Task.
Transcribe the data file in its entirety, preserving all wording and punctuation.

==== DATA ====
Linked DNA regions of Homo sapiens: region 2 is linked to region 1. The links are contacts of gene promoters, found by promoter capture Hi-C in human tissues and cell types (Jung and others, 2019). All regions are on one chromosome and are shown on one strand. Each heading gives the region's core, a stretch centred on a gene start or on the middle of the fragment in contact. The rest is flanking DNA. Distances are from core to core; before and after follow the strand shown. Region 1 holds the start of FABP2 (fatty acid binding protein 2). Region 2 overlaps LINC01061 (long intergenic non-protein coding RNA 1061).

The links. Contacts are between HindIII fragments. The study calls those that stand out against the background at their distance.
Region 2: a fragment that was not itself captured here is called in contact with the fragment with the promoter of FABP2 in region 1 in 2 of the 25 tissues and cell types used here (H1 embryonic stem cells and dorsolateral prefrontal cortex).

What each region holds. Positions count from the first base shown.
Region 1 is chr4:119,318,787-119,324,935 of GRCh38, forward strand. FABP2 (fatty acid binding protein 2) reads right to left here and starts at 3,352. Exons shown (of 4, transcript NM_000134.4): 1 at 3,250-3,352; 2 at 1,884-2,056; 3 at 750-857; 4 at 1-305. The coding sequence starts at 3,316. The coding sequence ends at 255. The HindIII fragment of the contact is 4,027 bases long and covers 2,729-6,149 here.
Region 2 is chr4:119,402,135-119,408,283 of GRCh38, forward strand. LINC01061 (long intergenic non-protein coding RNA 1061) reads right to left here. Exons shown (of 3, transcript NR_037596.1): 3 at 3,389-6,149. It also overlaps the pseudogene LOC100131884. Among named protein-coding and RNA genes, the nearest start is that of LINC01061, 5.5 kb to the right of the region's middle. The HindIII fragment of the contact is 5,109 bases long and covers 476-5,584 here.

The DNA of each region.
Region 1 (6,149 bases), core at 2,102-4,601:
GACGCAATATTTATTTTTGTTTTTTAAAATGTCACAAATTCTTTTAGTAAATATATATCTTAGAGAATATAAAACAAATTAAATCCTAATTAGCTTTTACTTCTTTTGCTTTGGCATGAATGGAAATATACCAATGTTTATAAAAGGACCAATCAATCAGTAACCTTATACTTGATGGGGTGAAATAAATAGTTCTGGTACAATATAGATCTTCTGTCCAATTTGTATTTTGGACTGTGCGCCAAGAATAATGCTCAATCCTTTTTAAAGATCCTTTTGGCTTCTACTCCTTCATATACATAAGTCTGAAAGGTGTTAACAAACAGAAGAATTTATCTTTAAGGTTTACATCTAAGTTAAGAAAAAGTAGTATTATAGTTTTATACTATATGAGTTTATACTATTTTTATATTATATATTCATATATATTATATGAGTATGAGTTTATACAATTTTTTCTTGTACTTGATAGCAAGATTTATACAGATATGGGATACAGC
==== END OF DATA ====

Linked DNA regions of Homo sapiens: region 2 is linked to region 1. The links are contacts of gene promoters, found by promoter capture Hi-C in human tissues and cell types (Jung and others, 2019). All regions are on one chromosome and are shown on one strand. Each heading gives the region's core, a stretch centred on a gene start or on the middle of the fragment in contact. The rest is flanking DNA. Distances are from core to core; before and after follow the strand shown. Region 1 holds the start of FABP2 (fatty acid binding protein 2). Region 2 overlaps LINC01061 (long intergenic non-protein coding RNA 1061).

The links. Contacts are between HindIII fragments. The study calls those that stand out against the background at their distance.
Region 2: a fragment that was not itself captured here is called in contact with the fragment with the promoter of FABP2 in region 1 in 2 of the 25 tissues and cell types used here (H1 embryonic stem cells and dorsolateral prefrontal cortex).

What each region holds. Positions count from the first base shown.
Region 1 is chr4:119,318,787-119,324,935 of GRCh38, forward strand. FABP2 (fatty acid binding protein 2) reads right to left here and starts at 3,352. Exons shown (of 4, transcript NM_000134.4): 1 at 3,250-3,352; 2 at 1,884-2,056; 3 at 750-857; 4 at 1-305. The coding sequence starts at 3,316. The coding sequence ends at 255. The HindIII fragment of the contact is 4,027 bases long and covers 2,729-6,149 here.
Region 2 is chr4:119,402,135-119,408,283 of GRCh38, forward strand. LINC01061 (long intergenic non-protein coding RNA 1061) reads right to left here. Exons shown (of 3, transcript NR_037596.1): 3 at 3,389-6,149. It also overlaps the pseudogene LOC100131884. Among named protein-coding and RNA genes, the nearest start is that of LINC01061, 5.5 kb to the right of the region's middle. The HindIII fragment of the contact is 5,109 bases long and covers 476-5,584 here.

The DNA of each region.
Region 1 (6,149 bases), core at 2,102-4,601:
GACGCAATATTTATTTTTGTTTTTTAAAATGTCACAAATTCTTTTAGTAAATATATATCTTAGAGAATATAAAACAAATTAAATCCTAATTAGCTTTTACTTCTTTTGCTTTGGCATGAATGGAAATATACCAATGTTTATAAAAGGACCAATCAATCAGTAACCTTATACTTGATGGGGTGAAATAAATAGTTCTGGTACAATATAGATCTTCTGTCCAATTTGTATTTTGGACTGTGCGCCAAGAATAATGCTCAATCCTTTTTAAAGATCCTTTTGGCTTCTACTCCTTCATATACATAAGTCTGAAAGGTGTTAACAAACAGAAGAATTTATCTTTAAGGTTTACATCTAAGTTAAGAAAAAGTAGTATTATAGTTTTATACTATATGAGTTTATACTATTTTTATATTATATATTCATATATATTATATGAGTATGAGTTTATACAATTTTTTCTTGTACTTGATAGCAAGATTTATACAGATATGGGATACAGC